Your interest, Vitaliy, inspired me to revisit the old code, as I've learned a bit more about packed arrays and speed. I think we can speed this up a bit and make it a more effective interactive demonstration.
There are two important ways to speed up a graphics demonstration, GraphicsComplex
and using vectorized and compiled functions to transform the (packed) array of coordinates.
To create a GraphicsComplex
, we have to collect all the coordinates from txt
in an array and map each pair of coordinates to its index in the array. Nearest[array -> Automatic]
is a fast and easy way to do this.
coords = Cases[txt, {_Real, _Real}, Infinity];
nf = Nearest[coords -> Automatic]; (* for remapping coordinates to GraphicsComplex indices *)
txt2 = txt /. p : {_Real, _Real} :> First@nf[p];
Now the coordinates are stored in coords
and txt2
consist of all the graphics primitives needed to draw the text at whatever points are specified by coords
. To transform the text, we need only transform coords
. The primitives txt2
never have to be changed. This is the source of the speed up. First, GraphicsComplex
is handled very efficiently in rendering by the front end. Next, all that is left to do is to efficiently transform the coordinates.
To do that we want to take advantage of the fact that many basic numerical functions are vectorized (operate on vectors) efficiently or are Listable
. If we can refactor the code to treat all the x-coordinates as a vector and all the y-coordinates as a vector, we can take advantage of this strength of Mathematica. These operations are especially fast on packed arrays, which you can read about in the documentation or in this article by Rob Knapp, http://library.wolfram.com/infocenter/Demos/391/.
We can speed up the unit normal NN
by precomputing the derivative of c
and compiling the resulting expression. It is vectorized in the sense that it takes as an argument a vector of "times" t
(along the parametrization) and returns an array consisting of the normal at each time. (See note below about other minor changes.) The only change to maptext
that is needed for it to take vector arguments is to transpose the result of c[{t1, t2, ..}]
. With a vector t
input, c[t]
returns coordinates in the form {{x1, x2, ..}, {y1, y2, ..}}
. Finally we separate the coordinates of the text into two vectors xx
and yy
for convenience.
Clear[NN, maptext];
Block[{t}, (* protect t during evaluation of definition *)
NN = Compile[{{t, _Real, 1}}, Transpose@#] &@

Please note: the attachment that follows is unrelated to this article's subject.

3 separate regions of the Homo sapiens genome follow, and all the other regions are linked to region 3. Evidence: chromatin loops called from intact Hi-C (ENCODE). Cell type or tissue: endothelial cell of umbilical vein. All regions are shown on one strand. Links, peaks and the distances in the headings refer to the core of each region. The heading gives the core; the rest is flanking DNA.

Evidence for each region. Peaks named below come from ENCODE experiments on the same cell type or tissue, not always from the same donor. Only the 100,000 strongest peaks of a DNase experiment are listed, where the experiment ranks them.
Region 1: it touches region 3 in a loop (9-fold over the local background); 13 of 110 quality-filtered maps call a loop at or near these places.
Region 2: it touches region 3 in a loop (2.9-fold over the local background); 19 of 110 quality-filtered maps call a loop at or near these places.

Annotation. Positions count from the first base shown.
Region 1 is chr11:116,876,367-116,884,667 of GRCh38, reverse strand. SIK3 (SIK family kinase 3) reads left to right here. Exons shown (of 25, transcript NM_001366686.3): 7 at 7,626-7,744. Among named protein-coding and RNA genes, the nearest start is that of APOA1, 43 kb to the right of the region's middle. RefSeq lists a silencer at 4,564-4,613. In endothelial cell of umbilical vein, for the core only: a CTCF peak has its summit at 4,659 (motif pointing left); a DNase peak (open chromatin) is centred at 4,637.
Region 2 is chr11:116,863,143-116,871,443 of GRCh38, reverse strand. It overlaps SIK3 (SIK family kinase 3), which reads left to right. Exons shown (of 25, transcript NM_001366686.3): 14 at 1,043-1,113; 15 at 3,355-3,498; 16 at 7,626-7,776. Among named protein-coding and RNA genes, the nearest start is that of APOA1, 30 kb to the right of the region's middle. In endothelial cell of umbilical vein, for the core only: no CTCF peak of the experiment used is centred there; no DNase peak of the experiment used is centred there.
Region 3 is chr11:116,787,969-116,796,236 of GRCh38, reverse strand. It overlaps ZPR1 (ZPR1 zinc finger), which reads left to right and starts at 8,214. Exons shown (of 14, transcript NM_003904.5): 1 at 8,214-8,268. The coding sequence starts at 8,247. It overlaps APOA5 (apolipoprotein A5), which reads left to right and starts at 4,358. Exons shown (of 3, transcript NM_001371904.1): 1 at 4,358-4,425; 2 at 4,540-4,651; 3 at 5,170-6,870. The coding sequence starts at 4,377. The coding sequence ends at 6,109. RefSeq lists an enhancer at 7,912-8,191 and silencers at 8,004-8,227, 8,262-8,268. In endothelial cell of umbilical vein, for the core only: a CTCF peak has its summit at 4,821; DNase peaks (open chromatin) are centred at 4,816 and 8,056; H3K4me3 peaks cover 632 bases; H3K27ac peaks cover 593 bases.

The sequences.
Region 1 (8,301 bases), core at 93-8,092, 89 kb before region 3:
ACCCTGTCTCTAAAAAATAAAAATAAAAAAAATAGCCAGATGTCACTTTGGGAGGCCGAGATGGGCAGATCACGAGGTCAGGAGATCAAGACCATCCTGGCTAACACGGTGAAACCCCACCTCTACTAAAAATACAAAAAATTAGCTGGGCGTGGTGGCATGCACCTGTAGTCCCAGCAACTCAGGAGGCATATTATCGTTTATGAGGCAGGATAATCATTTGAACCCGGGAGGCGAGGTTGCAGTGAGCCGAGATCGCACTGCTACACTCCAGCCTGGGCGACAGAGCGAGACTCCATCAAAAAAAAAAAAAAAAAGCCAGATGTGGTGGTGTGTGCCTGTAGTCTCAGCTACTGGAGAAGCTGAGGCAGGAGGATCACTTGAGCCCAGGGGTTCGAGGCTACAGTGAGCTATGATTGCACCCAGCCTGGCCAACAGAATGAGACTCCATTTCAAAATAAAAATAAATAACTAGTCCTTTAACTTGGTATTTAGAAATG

Block[{Abs = Sqrt[#^2] &}, Normalize@Cross[c'[t]]] (* evaluate this expression before compiling *)
];
maptext[s_, ?n_] := With[{t = invarclength[Mod[s, totalarclength]]}, Transpose@c[t] + ?n NN[t]];
{xx, yy} = Transpose[coords];
Now maptext
with vector arguments in terms of xx
and yy
returns the transformed coordinates. It is passed to GraphicsComplex
as the first argument wrapped in Dynamic
, since it is the only computation that needs dynamic updating. (And since all the points need updating, this is about as efficient a design as one can get, I think.)
Manipulate[
Show[ParametricPlot[c[t], {t, 0, 1}, PlotStyle -> Directive[Red, Opacity[.2], Dashed]],
Graphics[GraphicsComplex[
Dynamic[maptext[-fs xx / xRange - s0, -fs (1 + .5 Sin[20 xx / xRange - s0]) yy / xRange + ?N]],
txt2]],
PlotRange -> {{-2.1, 2.1}, {-1.1, 1.1}}, Axes -> False, ImageSize -> 800],
{{?N, .15}, -1, 1}, {{s0, 0}, 0, totalarclength}, {{fs, 5, "font scale"}, 0.1, 5}]
The response of this is so fast on my laptop that I prefer to hold down the Option (Alt) key while moving the s0
slider.
Note: Cross[{x, y}]
rotates the vector 90 degrees to {-y, x}
, the same as {{0, -1}, {1, 0}} . {x, y}
. By temporarily setting Abs = Sqrt[#^2]&
, the result of Normalize
is automatically simplified. It's just an alternative to c'[t]/Sqrt[c'[t].c'[t]]
, which differentiates c
three times; if repeated many times (there are over 5000 points in txt
), it would slow things a bit, about 0.22 sec. on my machine to do 15000 differentiations. The code above computes the expression for NN
just once, before the Manipulate
is evaluated, so it makes little difference. The compiled functions would be the same.